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Catch of the Week — Mobile TeleSystems settles FCPA claims for $850M

Posted  March 7, 2019

Russian telecom giant Mobile TeleSystems PJSC (MTS) agreed to pay approximately $850 million to settle allegations the company violated the Foreign Corrupt Practices Act (“FCPA”) by bribing an Uzbek official, a relative of Uzbekistan’s president at the time. $100M will be paid to the SEC to resolve the charges and will be credited against a criminal fine and forfeiture of $850M based on related criminal charges. MTS is a traded on the New York Stock Exchange as a Level Three American Depository Receipt, meaning the company is obligated to make periodic filings with the SEC and is thus subject to the SEC’s jurisdiction.

Per the SEC, the bribes at issue totaled at least $420M and aided MTS in obtaining business in the country, which over eight years generated over $2.4B in revenues for MTS. The conduct ended in 2012 when the Uzbek government ceased MTS’s operations in the country. The bribes were allegedly funneled through front companies controlled by the President’s relative, who also held a government post, and were disguised as acquisition costs, charitable donations, and various other misleading line items. In addition to the $850 payment, the company must also retain an independent compliance monitor for at least the next three years.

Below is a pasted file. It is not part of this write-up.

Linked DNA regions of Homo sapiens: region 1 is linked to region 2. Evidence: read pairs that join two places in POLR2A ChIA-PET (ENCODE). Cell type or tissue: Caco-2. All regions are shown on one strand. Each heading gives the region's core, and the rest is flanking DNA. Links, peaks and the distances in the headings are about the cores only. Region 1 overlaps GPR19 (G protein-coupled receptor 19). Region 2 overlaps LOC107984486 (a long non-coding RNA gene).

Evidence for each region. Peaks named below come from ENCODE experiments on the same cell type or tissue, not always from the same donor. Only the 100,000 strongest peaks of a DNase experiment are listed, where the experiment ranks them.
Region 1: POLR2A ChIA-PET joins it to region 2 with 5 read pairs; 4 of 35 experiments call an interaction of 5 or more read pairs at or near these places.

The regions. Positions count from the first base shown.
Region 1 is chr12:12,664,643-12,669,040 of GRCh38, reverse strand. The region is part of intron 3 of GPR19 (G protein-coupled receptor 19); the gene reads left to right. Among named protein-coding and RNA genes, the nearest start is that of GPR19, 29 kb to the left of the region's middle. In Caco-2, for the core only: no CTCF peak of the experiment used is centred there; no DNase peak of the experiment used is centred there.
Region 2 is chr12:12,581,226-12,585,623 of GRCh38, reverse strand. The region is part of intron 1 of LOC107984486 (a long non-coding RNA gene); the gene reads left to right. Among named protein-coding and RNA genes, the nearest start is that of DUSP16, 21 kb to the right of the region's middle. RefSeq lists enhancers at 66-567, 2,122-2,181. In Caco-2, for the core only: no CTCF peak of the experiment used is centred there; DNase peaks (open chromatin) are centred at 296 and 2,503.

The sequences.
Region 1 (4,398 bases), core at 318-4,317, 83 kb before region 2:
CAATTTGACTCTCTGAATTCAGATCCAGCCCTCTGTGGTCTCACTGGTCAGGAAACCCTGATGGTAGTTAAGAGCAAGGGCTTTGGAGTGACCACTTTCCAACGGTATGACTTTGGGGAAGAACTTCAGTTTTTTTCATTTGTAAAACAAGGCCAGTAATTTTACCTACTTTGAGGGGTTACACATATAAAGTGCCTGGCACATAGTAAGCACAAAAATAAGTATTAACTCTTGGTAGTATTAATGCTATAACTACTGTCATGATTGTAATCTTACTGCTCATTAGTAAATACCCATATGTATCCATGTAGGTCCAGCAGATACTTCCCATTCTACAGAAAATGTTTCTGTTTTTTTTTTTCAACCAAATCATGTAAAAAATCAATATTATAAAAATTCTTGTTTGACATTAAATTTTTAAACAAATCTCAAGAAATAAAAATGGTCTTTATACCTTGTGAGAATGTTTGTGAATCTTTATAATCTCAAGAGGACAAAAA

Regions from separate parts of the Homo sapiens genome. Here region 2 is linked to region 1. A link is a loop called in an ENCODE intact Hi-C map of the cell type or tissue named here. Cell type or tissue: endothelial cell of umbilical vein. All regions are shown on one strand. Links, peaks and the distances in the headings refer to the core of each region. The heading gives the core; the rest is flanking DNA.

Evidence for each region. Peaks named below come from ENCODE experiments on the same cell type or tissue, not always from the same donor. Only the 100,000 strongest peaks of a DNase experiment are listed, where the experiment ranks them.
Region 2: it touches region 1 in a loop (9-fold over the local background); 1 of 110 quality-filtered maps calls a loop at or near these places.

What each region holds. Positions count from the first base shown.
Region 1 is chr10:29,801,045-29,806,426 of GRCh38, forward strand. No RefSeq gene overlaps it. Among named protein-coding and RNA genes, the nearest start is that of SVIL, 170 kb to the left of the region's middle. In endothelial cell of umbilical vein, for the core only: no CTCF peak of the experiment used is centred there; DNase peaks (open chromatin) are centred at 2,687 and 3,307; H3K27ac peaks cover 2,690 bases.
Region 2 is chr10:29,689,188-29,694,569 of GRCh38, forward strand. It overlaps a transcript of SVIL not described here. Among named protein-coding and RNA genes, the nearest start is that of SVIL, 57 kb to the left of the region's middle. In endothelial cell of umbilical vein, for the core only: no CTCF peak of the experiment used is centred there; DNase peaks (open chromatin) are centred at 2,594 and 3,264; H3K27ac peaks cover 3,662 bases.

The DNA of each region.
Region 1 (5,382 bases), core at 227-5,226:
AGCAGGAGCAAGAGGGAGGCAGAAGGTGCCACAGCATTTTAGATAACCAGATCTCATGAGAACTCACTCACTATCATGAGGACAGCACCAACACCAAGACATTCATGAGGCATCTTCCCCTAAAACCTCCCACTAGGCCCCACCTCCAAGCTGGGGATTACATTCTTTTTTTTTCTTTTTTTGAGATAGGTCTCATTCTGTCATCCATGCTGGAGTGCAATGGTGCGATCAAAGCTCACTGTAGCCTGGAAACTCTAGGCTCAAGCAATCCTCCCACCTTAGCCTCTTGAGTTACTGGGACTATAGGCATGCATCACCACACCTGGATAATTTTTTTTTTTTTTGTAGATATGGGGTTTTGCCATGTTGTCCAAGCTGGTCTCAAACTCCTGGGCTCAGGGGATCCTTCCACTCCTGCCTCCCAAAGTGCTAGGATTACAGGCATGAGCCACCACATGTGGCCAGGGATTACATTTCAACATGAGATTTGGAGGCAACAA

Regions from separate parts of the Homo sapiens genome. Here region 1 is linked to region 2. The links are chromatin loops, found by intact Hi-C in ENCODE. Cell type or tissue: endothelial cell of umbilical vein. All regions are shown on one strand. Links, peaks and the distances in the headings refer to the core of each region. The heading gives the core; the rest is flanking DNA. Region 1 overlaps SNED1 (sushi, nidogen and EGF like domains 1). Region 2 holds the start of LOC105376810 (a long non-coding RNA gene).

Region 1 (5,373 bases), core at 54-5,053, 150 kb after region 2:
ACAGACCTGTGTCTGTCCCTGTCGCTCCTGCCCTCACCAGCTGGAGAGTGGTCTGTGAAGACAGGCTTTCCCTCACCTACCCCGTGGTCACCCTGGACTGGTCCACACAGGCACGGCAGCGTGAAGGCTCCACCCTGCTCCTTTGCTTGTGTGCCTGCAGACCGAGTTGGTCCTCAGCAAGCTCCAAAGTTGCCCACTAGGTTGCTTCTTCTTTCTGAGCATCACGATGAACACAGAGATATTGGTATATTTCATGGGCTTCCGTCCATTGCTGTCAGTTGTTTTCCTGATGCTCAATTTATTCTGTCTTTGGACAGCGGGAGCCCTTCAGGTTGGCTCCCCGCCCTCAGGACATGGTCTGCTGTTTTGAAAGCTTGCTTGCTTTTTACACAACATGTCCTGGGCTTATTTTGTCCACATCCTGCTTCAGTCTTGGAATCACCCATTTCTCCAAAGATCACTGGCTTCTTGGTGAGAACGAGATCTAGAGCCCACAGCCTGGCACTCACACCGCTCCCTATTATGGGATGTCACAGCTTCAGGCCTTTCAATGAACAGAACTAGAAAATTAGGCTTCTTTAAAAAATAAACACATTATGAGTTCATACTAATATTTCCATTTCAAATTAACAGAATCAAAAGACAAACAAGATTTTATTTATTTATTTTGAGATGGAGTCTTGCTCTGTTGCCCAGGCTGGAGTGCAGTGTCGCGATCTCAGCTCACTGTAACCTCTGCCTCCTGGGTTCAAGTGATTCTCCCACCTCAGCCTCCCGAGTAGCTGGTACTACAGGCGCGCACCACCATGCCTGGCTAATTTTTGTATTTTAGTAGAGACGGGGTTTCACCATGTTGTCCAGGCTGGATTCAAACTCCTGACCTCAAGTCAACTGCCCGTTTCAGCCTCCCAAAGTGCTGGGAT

This is the third major FCPA settlement relating to the Uzbek telecom business that the United States government has announced. In 2016, VimpelCom, a Dutch-based telecom company paid $795M to settle allegations that it made $114M in bribery payments to an Uzbek official, and relative of Uzbekistan’s then president, to enter the country’s telecom market. In 2017, Telia, a Swedish company, paid $965M to settle allegations that it made $331M in payments for the same reasons, also to an Uzbek official and relative of the president. In total, these actions have resulted in roughly $2.6B in penalties.

Individuals with knowledge of FCPA violations may be able to make a claim through the SEC’s Whistleblower Program, which provides monetary rewards to whistleblowers. Whistleblowers need not be United States citizens or residents to report foreign corrupt practices, such as the bribery at issue here, to the SEC. If you have information about possible FCPA violations, and would like to talk to the whistleblower attorneys at Constantine Cannon, please contact us.


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